The fine example stands flat to the floor on an applied molding that is attached to the base section. A floral pattern is featured in the section. The lower section of which has been professionally restored. This is not uncommon. Clocks of this period experienced decades of cold damp floors and wet mops. The restoration work is well done. The base molding that transitions to the waist section is an og form. The waist section is fitted with a rectangular shaped waist door. This door is quite large and fills the waist section. It is trimmed with an applied half round molding that is treated with an eboized finish. This door is formatted with three individual inlaid floral themed panels. They are carefully balanced on either side of the circular cut out which is trimmed in brass and fitted with glass. This window feature is called a lenticle. Its purpose is to allow one to view the motion of the brass pendulum bob with out having to open the door of the clock. It also informs the admirer of this clock that this example is fitted with a long pendulum. The long pendulum would have been somewhat new technology for this early period of clockmaking and would suggest that this clock is a much more accurate time keeper than the examples made 15 years earlier. Open the waist door and one can easily access the two brass covered drive weights and the rating nut at the bottom of the brass pendulum bob. The sides of this case are decoratively finished. They are formatted with panels as was the tradition of many London cabinetmakers. The bonnet is and early style and is supported by a convex waist molding that is decorated with floral inlays. The operation of the hood is unusual and is termed a rising hood. The entire hood is designed to lift straight up and over the movement. This process is necessary when winding the clock and setting the time. This hood does not have a hinged hood door. It does have glass that is fitted into a frame that protects the dial. The frame is inlaid with floral inlays. The sides and the back corners of the hood are fitted with barley twisted columns. These are treated with an ebonized finish. Above the dial window is a section that features a blind fret pattern that is done in brass. It is backed in a green colored silk. Glass rectangular side lights are positioned on each side of the hood.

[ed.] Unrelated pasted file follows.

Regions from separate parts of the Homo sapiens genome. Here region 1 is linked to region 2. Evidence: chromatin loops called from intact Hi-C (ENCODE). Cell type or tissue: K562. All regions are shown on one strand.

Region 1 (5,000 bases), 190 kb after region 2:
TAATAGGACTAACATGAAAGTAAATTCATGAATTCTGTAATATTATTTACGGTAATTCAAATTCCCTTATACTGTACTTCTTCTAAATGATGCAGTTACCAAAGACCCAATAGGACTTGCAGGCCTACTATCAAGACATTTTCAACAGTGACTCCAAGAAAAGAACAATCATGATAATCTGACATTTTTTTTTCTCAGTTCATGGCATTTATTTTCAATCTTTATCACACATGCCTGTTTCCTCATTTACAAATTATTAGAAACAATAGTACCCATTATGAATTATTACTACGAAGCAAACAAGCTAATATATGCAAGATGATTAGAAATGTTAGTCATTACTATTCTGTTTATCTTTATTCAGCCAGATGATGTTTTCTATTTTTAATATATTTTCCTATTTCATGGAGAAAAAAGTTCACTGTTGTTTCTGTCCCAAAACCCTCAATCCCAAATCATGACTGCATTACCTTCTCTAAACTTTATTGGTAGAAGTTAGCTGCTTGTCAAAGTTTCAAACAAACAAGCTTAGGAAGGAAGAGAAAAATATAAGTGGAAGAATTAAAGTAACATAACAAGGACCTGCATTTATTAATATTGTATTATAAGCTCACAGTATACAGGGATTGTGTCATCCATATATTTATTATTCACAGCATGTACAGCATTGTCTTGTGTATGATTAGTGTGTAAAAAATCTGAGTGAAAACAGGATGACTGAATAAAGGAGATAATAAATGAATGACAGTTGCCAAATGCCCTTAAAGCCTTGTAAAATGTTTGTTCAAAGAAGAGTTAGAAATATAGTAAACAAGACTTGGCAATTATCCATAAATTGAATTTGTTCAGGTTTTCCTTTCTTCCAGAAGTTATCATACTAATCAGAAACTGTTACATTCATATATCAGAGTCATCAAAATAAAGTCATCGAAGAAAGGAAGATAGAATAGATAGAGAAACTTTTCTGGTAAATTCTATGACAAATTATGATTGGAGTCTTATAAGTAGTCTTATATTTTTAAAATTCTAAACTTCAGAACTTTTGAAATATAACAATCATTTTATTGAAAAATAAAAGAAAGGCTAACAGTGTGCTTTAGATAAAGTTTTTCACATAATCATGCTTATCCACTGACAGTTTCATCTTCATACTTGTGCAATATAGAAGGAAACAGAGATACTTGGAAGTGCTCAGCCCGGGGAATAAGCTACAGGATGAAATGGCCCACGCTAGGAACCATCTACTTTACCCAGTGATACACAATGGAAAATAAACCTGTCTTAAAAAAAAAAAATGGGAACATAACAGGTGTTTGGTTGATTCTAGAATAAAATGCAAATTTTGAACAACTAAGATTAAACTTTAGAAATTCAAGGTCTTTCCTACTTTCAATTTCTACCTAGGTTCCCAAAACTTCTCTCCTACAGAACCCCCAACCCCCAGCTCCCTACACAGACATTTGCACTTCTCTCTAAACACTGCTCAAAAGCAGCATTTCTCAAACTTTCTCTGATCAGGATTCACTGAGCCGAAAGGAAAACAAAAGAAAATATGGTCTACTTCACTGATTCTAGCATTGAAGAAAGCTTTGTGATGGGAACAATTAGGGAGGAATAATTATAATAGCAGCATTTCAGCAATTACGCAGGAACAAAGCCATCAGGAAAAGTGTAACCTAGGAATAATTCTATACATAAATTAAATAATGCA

The 10.5 inch square dial is brass and features applied decorations in the form of spandrels, time ring and seconds ring. The engraved chapter ring frames the matted center on the dial. This center section is textured in an attempt to make the finely formed steel hands more visible when viewing the dial. The month calendar, which is framed with decorative engraving. The primary theme includes three crowns. The subsidiary seconds dial is located above the center arbor. The winding arbors and the seconds hole are decorated with ring turnings. The applied time ring is engraved with an interior minute ring, Roman hour numerals, a separate minute ring located out side the hours and five minute markers which are an Arabic form. The time ring along with the seconds ring and calendar are silvered. Four heavily cast brass spandrels are applied to the corners of the dial. They are in the form of twin cherubs holding a Maltese cross. This clock is signed on the time ring by the Maker along with his working location. The hands are beautiful and intricately pierced. Their edges are nicely shaped.

The weight driven movement is constructed in brass and is designed to run eight-days on a full wind and to strike each hour on a bell which is mounted above the movement. The strike train features a count-wheel in its design. The count wheel is attached to the back of the winding barrel. Both winding barrels are grooved. Five knobbed and finned turned pillars support the large brass plates. The escapement is a recoil design and features a seconds length pendulum. Overall, this movement is excellent quality. The fact that it survives today in excellent working order is proof of this.

This clock was made circa 1690.